The Triumph in an Empty Freezer

Illustration by Gordon Allen

Illustration by Gordon Allen

A fresh approach to harvested game

By Reid Bryant · Illustrations by Gordon Allen

When we were kids, my older sister had the irritating habit of stretching her haul of Halloween candy well beyond the bounds of November and sometimes as far as Christmas. Her restraint was remarkable; all these years later I still recall watching as she painstakingly unwrapped a Reese’s Peanut Butter Cup, took a measured nibble and then rewrapped what was left for consideration some days later. As a rule, she performed this charade only in my presence, and I suppose that her delight in protracting that seasonal wealth was made all the sweeter by my inability to make my candy last longer than a few days. The autumns of my youth were all slavering anticipation followed by a cascade of gluttony, after which candy wrappers and a bellyache were the sole vestiges of October’s riches. That my sister on occasion hoarded her candy so long that it got stale and chucked in the trash was, despite the obvious philosophic implications, of little consolation to me.

Illustration by Gordon Allen

Perhaps it was a sort of sibling rivalry that led to my inevitable aspiration toward a reserve more like my sister’s. With the passage of childhood and the arrival of youth, I gained a degree of self-discipline that translated, later in life, from Halloween candy to matters more befitting a man. I like to think that by middle-adulthood I had achieved a tight-fisted and somewhat puritan command of my compulsions—gastronomically anyway. Granted, my tastes have changed a bit: What October currency I once measured in Hershey Bars and Tootsie Pops I now find in the bits of flesh and feather that I tease from the alder runs and popples—at least those that fall occasionally to my well-timed shots. These are prizes that I carefully draw and quarter and stack like bound bills in my freezer. Truth be told, the boy in me sometimes looks down into the freezer with a fluttering rashness—one that knows the highest tribute afforded a piece of game is to save it from the deep freeze altogether. I know, by experience and by anecdote, that a grouse or a woodcock is best dealt a few days in the woodshed followed by a plucking, a searing and a delivery to the plate hot and rare. But then, the agonies of youth leave a bitter taste, as do the fears of scarcity, so I pack and freeze my game and savor instead the steady filling of the icebox.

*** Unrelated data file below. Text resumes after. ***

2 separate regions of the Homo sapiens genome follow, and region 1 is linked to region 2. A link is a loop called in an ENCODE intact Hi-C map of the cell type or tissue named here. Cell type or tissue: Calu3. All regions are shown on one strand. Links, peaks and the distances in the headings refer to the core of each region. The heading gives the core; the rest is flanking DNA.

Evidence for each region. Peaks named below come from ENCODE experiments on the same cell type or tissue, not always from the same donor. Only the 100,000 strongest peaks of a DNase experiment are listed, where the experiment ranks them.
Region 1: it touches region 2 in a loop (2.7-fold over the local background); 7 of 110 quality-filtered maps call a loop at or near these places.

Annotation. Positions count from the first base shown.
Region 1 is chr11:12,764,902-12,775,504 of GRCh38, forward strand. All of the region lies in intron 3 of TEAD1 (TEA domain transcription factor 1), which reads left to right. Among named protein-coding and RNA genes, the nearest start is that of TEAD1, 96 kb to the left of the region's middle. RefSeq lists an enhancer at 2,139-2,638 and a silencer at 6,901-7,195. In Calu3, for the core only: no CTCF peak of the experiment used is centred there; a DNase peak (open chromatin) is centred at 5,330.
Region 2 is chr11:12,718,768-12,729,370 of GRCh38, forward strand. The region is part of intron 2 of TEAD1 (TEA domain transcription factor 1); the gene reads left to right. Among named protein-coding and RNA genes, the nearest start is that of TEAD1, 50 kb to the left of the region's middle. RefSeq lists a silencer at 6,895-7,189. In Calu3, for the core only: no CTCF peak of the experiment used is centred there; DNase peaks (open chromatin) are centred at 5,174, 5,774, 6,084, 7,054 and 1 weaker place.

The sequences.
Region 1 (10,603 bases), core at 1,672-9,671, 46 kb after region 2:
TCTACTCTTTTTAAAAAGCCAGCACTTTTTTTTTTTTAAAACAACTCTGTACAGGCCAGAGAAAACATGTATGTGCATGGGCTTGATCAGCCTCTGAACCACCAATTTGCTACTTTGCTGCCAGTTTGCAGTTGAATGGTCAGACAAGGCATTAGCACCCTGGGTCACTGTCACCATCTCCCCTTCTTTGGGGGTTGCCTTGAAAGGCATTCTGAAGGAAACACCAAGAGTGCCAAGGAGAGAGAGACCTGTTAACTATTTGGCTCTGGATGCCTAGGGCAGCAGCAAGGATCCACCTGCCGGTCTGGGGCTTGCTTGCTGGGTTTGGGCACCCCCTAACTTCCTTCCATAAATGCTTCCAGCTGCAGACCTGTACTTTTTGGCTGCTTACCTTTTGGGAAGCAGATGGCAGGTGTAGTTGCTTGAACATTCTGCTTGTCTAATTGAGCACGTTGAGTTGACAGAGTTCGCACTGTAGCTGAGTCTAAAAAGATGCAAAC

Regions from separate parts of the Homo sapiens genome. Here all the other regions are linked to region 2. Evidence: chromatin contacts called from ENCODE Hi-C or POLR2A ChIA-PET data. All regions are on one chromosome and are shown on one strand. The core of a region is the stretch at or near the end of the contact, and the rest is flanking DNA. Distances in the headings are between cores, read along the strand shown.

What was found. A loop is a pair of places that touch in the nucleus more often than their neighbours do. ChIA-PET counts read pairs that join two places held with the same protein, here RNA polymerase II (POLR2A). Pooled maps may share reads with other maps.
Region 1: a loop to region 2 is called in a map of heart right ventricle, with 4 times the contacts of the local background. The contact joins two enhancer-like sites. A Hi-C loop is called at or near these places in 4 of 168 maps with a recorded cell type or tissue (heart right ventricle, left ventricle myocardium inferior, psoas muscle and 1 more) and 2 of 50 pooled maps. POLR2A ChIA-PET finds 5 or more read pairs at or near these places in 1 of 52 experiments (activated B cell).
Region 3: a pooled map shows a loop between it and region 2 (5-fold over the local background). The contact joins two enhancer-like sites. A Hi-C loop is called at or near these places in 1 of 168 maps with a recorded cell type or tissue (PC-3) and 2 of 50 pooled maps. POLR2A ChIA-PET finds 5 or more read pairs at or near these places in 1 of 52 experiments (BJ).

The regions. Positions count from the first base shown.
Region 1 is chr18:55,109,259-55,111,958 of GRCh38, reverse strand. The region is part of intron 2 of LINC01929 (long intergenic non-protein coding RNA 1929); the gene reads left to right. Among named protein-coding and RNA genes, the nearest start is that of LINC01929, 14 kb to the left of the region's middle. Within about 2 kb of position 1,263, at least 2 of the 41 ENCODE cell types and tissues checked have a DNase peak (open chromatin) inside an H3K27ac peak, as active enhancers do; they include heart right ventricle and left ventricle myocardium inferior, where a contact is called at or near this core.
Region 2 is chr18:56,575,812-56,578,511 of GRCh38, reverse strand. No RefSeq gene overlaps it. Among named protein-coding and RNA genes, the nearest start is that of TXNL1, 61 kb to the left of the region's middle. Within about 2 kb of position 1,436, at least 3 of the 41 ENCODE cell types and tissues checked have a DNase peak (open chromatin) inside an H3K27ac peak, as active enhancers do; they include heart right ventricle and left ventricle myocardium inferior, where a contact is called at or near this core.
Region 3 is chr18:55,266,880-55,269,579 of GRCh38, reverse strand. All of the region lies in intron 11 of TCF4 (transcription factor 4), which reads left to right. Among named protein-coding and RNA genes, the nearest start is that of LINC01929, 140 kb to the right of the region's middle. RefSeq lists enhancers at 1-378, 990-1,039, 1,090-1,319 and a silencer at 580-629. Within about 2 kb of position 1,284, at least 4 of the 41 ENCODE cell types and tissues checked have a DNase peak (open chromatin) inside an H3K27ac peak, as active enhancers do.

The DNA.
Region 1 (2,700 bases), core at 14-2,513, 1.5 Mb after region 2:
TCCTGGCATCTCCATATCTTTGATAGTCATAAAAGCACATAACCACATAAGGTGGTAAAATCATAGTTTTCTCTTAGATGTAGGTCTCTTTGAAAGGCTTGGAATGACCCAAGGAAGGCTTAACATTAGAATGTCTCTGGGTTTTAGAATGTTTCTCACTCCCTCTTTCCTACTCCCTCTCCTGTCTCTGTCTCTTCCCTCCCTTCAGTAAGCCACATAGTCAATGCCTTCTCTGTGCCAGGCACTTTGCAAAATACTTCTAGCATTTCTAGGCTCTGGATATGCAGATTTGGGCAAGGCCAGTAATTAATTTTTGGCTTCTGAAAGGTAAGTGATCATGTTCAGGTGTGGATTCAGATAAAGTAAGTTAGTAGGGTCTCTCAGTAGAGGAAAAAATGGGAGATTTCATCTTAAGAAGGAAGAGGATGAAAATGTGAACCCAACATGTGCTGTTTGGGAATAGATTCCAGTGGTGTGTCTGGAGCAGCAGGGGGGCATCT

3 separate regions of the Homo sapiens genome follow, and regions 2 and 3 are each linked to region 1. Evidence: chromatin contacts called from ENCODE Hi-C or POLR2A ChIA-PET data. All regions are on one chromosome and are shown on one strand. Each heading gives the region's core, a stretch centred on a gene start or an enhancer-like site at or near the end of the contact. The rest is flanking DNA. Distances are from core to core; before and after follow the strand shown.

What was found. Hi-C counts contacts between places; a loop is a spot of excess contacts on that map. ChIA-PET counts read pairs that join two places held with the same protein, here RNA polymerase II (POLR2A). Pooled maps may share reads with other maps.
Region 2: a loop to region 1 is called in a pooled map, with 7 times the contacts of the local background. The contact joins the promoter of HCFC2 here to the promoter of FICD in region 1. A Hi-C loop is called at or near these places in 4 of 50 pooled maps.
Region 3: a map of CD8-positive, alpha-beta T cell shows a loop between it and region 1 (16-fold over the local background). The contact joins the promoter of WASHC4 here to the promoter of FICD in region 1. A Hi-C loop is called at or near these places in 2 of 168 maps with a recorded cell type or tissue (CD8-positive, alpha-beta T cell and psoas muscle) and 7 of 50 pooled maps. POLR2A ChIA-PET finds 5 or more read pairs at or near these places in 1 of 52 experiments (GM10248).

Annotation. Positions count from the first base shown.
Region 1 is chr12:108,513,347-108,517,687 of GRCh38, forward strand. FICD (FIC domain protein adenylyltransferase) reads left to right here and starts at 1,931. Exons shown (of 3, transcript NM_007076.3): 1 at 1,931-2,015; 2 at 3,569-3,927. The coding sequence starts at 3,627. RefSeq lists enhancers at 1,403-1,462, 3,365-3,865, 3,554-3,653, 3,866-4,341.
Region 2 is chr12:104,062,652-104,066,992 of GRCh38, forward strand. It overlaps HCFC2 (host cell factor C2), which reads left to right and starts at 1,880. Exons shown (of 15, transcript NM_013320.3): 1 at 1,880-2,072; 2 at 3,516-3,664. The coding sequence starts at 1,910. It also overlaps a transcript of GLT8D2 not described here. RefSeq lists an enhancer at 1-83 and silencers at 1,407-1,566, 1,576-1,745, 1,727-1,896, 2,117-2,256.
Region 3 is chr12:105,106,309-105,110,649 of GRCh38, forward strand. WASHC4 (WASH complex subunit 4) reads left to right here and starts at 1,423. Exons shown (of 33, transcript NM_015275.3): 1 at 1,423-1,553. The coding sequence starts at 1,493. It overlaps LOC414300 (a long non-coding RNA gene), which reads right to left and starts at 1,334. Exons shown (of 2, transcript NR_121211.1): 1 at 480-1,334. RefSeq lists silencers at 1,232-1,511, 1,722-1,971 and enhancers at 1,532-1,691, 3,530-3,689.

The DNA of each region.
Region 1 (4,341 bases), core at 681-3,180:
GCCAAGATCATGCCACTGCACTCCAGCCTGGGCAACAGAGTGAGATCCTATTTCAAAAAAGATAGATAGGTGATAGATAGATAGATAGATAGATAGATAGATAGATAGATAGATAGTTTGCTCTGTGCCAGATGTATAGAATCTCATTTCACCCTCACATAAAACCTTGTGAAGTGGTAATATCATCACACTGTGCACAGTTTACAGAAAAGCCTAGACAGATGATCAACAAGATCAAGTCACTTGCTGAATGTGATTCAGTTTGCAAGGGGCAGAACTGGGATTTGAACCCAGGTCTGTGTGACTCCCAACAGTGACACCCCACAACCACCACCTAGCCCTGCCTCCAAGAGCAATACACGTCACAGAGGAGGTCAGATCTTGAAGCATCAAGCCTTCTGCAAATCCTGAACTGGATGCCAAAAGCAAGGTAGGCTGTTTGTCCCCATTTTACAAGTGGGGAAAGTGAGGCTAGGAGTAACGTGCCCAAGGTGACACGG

On a recent late-summer Sunday, I found myself elbow deep in the cellar freezer chest rifling through the remains of last season’s meat in want of a little something for the grill. I knew that there were some dove breasts down there and, I thought anyway, a few packages of spatchcocked blue quail from the West Texas brush country. As I dug through the scattered bags and paper-wrapped parcels, I took pride in the riches that remained in my coffers; after all, a good haul of game by summer’s end was proof of my parsimony and the fact that I’d perhaps outgrown the intemperance of my youth. And then from the far bottom corner I plucked an ice-crusted ziplock bag of dubious origin, unlabeled save for a scrawled “2014” in black marker. Inside I was appalled to find the freezer-burned remains of three woodcock—a day’s limit sadly forgotten, no doubt at the time squirreled away in reverie, an homage to my skill. That I couldn’t remember the day or the birds saddened me all the more, for the memories I’d intended to freeze in time and plastic had, like the birds themselves, been forgotten as the seasons had slipped by.